After the last trip’s success catching smoothhounds out of Minehead, I promised myself that this time I’d run a test to compare shop bought peeler crab against hardback crabs that I’d caught myself. I usually fish two uptide rods at Minehead in any case so it would be a simple matter of using peeler on one rod and hardback crab on the other and seeing if there was any discernible difference between the two baits.
I only bought a dozen peeler crab for this trip but stocked up in one of the local estuaries with a bucket full of hardback crabs. I made sure I had more than enough for Mike and myself. Now we just needed the smoothhounds to be hungry!
A small tide and fantastic weather allowed us to get out offshore straight away without needing to fish inshore whilst waiting for the tide to slacken. Perfect conditions all round!
Both Mike and myself both fished crab exclusively all day and were into smoothhounds straight away. I had a savage bite on the hardback rod on the first cast that I somehow missed. Followed by a fish on the peeler that put a good bend in the rod before I lost the fish.
Mike didn’t make the same mistakes and quickly took a commanding lead in the proceedings by landing a few hounds. From then on we both had bites and caught fish steadily throughout the day. I even had a small thornback ray on peeler crab. In the end I had 6 hounds on the peeler crab and 4 on hardback, whilst Mike had a dozen or more hounds, with a fairly even split between peeler and hardback. The end result being that on this admittedly small scale and fairly un-scientific comparison there didn’t appear to be any discernible difference between the performance of peeler crab or hardback crab for the smoothhounds.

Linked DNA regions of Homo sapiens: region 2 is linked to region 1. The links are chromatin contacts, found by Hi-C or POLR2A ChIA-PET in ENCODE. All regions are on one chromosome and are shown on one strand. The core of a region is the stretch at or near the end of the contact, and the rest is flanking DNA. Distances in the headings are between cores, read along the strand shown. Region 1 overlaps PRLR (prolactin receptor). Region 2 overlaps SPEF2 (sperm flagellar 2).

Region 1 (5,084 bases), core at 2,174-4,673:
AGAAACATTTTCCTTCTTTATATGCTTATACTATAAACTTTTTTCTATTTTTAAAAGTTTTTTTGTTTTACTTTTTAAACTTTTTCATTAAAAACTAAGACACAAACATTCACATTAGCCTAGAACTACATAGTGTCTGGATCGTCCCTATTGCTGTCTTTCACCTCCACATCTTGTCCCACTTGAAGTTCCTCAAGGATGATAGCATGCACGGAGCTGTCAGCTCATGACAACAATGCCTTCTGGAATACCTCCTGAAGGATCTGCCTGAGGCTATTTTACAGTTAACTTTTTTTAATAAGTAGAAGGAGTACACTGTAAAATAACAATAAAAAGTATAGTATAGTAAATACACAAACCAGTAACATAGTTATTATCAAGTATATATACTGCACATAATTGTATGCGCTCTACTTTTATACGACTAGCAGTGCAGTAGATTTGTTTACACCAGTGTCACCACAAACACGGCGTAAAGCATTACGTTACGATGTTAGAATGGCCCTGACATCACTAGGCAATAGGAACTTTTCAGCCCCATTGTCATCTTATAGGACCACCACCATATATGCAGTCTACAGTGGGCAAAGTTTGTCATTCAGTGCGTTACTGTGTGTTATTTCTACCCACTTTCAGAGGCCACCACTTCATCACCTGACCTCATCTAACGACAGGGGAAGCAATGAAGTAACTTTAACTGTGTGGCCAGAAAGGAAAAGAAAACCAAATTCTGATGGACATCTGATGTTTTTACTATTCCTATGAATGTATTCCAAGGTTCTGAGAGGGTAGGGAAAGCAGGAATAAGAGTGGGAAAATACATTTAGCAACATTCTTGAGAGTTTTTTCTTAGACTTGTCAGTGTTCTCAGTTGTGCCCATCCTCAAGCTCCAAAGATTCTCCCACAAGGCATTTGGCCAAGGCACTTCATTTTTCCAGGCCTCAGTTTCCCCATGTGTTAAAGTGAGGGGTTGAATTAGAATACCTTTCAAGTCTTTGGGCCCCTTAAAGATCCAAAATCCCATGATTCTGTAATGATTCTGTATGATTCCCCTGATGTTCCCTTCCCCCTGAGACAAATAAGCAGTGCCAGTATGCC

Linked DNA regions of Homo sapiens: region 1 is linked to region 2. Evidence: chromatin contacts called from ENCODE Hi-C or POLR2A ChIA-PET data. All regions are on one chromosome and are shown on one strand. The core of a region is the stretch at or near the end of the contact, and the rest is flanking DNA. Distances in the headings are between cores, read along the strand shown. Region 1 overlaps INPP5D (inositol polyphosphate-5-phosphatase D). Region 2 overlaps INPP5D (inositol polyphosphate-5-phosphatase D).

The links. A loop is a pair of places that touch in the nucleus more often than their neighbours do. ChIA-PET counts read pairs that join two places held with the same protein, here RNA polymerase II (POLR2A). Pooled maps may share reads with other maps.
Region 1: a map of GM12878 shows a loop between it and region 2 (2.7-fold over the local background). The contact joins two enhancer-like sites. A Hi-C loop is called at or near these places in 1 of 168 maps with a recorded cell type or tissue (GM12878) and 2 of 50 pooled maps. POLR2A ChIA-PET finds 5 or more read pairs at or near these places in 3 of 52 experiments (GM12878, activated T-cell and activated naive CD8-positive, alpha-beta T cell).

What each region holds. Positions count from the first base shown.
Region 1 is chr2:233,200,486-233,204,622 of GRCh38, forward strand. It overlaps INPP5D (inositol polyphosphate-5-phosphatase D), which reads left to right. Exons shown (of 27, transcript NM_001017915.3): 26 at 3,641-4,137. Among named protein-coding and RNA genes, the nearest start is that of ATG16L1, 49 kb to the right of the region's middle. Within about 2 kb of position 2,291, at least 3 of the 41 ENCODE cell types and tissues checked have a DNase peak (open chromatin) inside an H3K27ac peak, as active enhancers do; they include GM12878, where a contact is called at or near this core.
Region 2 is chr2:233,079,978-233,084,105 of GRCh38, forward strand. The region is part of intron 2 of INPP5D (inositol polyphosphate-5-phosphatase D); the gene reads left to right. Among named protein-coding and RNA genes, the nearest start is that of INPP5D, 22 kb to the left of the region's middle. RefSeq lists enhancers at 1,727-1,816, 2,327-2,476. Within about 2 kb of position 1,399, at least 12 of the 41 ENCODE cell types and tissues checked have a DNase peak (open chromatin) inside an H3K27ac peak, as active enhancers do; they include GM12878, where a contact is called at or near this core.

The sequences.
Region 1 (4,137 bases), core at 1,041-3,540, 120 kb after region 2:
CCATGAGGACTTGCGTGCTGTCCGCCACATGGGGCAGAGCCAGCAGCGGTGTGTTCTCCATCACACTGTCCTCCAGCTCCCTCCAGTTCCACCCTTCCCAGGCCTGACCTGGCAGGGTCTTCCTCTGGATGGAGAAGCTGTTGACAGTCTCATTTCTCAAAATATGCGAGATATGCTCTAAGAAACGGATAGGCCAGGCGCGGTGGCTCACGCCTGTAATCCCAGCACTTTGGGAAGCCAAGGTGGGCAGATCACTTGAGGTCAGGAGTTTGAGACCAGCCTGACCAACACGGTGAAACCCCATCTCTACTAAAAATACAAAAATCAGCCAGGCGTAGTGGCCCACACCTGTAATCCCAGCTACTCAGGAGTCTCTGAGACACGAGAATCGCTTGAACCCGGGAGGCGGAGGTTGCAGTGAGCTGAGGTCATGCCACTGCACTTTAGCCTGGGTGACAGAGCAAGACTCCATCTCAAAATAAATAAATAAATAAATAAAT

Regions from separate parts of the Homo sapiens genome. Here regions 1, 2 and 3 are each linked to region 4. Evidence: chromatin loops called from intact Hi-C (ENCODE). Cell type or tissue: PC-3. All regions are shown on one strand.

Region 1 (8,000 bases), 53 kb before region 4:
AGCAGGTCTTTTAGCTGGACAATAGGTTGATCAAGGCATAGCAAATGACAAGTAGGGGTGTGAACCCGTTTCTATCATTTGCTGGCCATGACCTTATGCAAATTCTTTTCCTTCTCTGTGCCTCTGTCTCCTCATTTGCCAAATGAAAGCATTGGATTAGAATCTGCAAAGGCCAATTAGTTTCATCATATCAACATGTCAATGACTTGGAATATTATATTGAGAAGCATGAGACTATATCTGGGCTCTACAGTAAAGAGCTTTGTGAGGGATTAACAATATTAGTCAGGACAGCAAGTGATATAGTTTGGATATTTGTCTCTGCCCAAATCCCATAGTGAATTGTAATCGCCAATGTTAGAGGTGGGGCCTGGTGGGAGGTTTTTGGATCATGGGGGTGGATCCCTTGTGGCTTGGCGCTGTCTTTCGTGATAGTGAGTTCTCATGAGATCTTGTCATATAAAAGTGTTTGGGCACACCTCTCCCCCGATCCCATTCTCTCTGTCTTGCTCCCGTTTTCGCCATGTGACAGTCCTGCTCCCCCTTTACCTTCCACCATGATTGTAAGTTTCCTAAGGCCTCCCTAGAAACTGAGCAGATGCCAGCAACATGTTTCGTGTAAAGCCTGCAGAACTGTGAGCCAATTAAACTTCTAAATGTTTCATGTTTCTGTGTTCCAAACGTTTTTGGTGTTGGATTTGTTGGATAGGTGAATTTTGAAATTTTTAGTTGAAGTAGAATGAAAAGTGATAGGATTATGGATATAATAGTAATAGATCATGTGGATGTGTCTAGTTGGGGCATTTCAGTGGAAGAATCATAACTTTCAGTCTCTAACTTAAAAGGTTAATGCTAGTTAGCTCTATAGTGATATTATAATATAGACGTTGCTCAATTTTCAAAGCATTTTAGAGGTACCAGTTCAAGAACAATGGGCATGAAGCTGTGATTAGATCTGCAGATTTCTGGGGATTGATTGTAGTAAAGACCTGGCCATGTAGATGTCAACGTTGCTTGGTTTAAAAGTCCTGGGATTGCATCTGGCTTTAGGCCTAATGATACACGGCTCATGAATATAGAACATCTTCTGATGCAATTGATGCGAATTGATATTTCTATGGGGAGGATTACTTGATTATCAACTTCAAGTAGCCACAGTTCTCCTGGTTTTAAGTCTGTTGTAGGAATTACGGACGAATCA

The only other fish caught all day were a couple of doggies and the Thornback Ray I had. These all came to peeler crab – none on the hardback. This may have been because some of the hardbacks were pretty massive beasts and being hard would present quite a challenge to the ever pervasive doggies. The size of some of the hardbacks may have been another factor in the number of missed bites that I experienced today (we missed as many bites as fish landed).
The end result was that if fishing for smoothhounds and wanting to minimise nuisance from dogfish I’d fish hardback crabs without hesitation. Whilst from our limited test they didn’t seem to be better than peeler crab they also didn’t seem to be worse. They were free however, as opposed to £10 for a dozen… and for that reason alone, I’ll definitely be taking a bucket of hardbacks on the next trip. Looking forward to the next trip already!
Bank holiday weekend with glorious weather? whats going on with our English seasons? This must be practically unheard of… Anyway, Sunday I’m booked in for a boat trip out of Minehead hopefully after a few smoothhounds so needing a bucket of crabs as bait I headed down to Teignmouth for a short crabbing session. Nothing better than catching fish on free bait.